I’m so excited to share this post with you from Mandy over at sneakyveg.com. Her blog is one of my favourite places to visit when I’m stuck for ideas. Mandy knows all the trick of the trade when encouraging a reluctant child to eat veg. So, if your have your own vegetable refuser, who just won’t eat veg – have a read of these top tips!
You have an eight-month old baby boy.
He took to solid food like a duck to water. He eats everything you offer him. And lots of it. You congratulate yourself on having a child that loves food. Broccoli, beans, lentils, cheese, berries, plums – he devours it all.
When he’s around nine-months old it is Christmas. You decide to make his favourite meal for him – which is cauliflower cheese.
At some point over the next year however – you can’t quite remember how or when – things change. And before you know it you have a picky eater. A toddler who won’t eat anything green. A boy who has a major meltdown if there is muck (known to everyone else as sauce) on his pasta. And one day you realise that your child no longer eats any fruit.
In case you haven’t guessed I’m talking about myself.
Today I have an otherwise happy and healthy six-year-old son, who started out eating everything and now won’t touch any fruit at all and hardly any vegetables.
I’ve been given a lot of advice about his eating. Examples include:
“Don’t let him get down until he’s eaten it” “He’ll grow out of it” “He’ll soon change when he starts school and sees his friends eating it” “Make him eat it” “Cut out snacks so he’s really hungry”
And so on. Actually the last one – cutting out snacks – is the only one that’s made any difference. He still doesn’t eat fruit but making sure he’s properly hungry for meals does help him eat his dinner. It might sound obvious, but it’s harder than you think to refuse snacks to a hungry, grumpy child.
Anyone who thinks that it’s possible to make a child eat something he doesn’t want to eat – or that he’ll eat it if you make him stay at the table long enough clearly has never been to our house at meal times! Over the years we’ve had some terrible low moments around meal times – in fact I would say some of my most stressful and difficult moments as a mum have been around food. There have been tears at the dinner table many times – often mine!
If you’re in a similar situation here are three simple things you can do:
1. Cut the pressure
We now operate a no-pressure approach to meal times. No-one has to eat anything they don’t want – but my kids know they won’t get an alternative if they don’t eat their meal. Not that this stops them asking! This doesn’t mean they’ll always eat their veggies but it does mean we don’t have tears and shouting at the dinner table.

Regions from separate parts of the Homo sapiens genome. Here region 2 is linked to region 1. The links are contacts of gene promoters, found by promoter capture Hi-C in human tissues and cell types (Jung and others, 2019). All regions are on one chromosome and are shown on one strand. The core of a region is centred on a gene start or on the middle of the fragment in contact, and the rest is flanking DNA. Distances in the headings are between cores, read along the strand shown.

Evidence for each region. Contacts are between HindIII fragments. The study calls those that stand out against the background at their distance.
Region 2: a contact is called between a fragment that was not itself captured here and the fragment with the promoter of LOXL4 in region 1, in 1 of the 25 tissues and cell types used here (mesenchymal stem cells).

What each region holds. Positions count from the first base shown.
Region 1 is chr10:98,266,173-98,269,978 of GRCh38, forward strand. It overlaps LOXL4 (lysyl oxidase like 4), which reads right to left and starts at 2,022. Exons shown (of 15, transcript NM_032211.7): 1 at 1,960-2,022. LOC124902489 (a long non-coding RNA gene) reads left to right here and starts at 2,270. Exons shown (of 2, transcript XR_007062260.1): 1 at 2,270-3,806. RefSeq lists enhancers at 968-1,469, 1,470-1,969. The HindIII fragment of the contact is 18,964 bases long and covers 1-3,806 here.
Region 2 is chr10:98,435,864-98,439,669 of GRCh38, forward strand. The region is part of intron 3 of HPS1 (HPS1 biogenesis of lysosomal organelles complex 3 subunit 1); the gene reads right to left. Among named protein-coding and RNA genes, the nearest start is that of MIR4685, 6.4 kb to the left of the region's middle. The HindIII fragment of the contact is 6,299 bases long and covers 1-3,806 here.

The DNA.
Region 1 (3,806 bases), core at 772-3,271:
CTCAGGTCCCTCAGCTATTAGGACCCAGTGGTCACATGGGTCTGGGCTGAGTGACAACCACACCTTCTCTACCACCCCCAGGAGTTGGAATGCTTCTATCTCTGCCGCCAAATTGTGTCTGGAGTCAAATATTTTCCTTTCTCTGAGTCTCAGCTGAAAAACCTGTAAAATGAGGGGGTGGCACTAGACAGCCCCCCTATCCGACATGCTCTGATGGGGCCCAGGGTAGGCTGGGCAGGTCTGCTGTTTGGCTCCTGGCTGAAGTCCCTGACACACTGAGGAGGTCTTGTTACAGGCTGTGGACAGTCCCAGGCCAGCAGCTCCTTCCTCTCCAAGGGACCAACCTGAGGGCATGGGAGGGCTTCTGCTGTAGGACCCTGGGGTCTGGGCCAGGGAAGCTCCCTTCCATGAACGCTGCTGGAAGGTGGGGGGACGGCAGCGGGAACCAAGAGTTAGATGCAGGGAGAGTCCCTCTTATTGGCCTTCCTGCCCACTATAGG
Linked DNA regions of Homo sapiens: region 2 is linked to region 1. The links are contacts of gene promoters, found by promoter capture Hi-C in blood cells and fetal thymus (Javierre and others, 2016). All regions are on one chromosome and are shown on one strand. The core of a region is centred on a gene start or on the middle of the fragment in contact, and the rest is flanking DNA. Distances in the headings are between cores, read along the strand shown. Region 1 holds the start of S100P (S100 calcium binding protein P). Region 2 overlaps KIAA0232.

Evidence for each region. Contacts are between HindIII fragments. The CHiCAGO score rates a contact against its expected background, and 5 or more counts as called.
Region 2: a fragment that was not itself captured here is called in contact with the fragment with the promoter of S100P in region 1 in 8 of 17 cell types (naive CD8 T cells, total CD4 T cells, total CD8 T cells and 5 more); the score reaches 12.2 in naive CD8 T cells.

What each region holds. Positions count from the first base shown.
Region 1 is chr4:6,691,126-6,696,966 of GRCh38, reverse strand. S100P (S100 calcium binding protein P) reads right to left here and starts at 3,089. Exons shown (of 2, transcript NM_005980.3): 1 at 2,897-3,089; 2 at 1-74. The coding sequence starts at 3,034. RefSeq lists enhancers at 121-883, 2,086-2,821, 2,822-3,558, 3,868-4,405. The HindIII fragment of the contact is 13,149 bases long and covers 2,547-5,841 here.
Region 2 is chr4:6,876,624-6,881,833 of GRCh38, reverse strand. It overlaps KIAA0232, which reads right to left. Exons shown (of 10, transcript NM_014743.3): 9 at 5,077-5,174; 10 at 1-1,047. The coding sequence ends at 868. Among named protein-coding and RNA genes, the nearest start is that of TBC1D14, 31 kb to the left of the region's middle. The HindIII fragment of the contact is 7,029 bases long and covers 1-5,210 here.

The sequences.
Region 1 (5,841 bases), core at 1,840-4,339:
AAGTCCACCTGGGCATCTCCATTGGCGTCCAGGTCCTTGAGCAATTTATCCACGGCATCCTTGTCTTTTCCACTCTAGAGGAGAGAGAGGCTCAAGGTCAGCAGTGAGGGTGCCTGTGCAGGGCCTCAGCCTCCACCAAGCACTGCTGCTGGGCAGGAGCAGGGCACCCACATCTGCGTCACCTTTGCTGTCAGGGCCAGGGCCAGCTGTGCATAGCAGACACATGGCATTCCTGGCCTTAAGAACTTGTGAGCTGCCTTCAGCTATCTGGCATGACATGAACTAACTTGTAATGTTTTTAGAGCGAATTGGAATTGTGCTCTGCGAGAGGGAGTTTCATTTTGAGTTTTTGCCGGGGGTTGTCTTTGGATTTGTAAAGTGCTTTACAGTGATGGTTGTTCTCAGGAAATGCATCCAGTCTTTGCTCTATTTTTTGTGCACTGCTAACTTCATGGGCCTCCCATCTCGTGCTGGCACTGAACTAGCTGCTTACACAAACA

2. Serve up what YOU want them to eat
Keep on dishing up meals that you want them to eat even if they’ve been refused. I got out of the habit of serving up stir fries, curries and chillies and so they became unfamiliar foods to my kids – something I’m now having to work hard at to rectify. Ideally eat the same thing as them at the same time. It’s a good idea to make one element of the meal something they’ll like e.g. if I make a vegetable curry I usually include potatoes as these always get eaten.
3. Hiding veg vs not hiding veg; operate a half and half approach
I hide vegetables when I can. Some people disagree with this approach. However, while I agree that kids need to get used to seeing veg on their plate I throw away so much untouched veg every single week that I want to make sure they actually eat some as well.
So yes, I put carrots, peas and broccoli on their plates but I also make homemade baked beans with hidden vegetables:
I hide butternut squash in cheese straws:
At least this way I know that they’re getting some veg. Because getting to five portions of fruit and veg a day is pretty tricky if you don’t eat any actual fruit or vegetables!
In my wackier moments I’ve even put swede in a cake and celeriac in flapjacks:
Further help if they won’t eat veg
If it’s not just your kid won’t eat veg and you are seriously worried about your child’s diet then you should always seek help from a professional such as your GP or health visitor.
I found a book called War & Peas really helpful in helping me to shift my attitude towards my son’s picky eating. The book is by Jo Cormack of Emotionally Aware Feeding http:// www.emotionallyawarefeeding.com/
To read more examples of annoying things people say to parents of picky eaters check out this post by Play With Food. http://www.playwithfood.com.au/what-not-to-say-fussy-eater/
You can see even more AMAZING fruit and veg recipes Mandy over at sneakyveg.com a perfect place to visit if your kid won’t eat veg.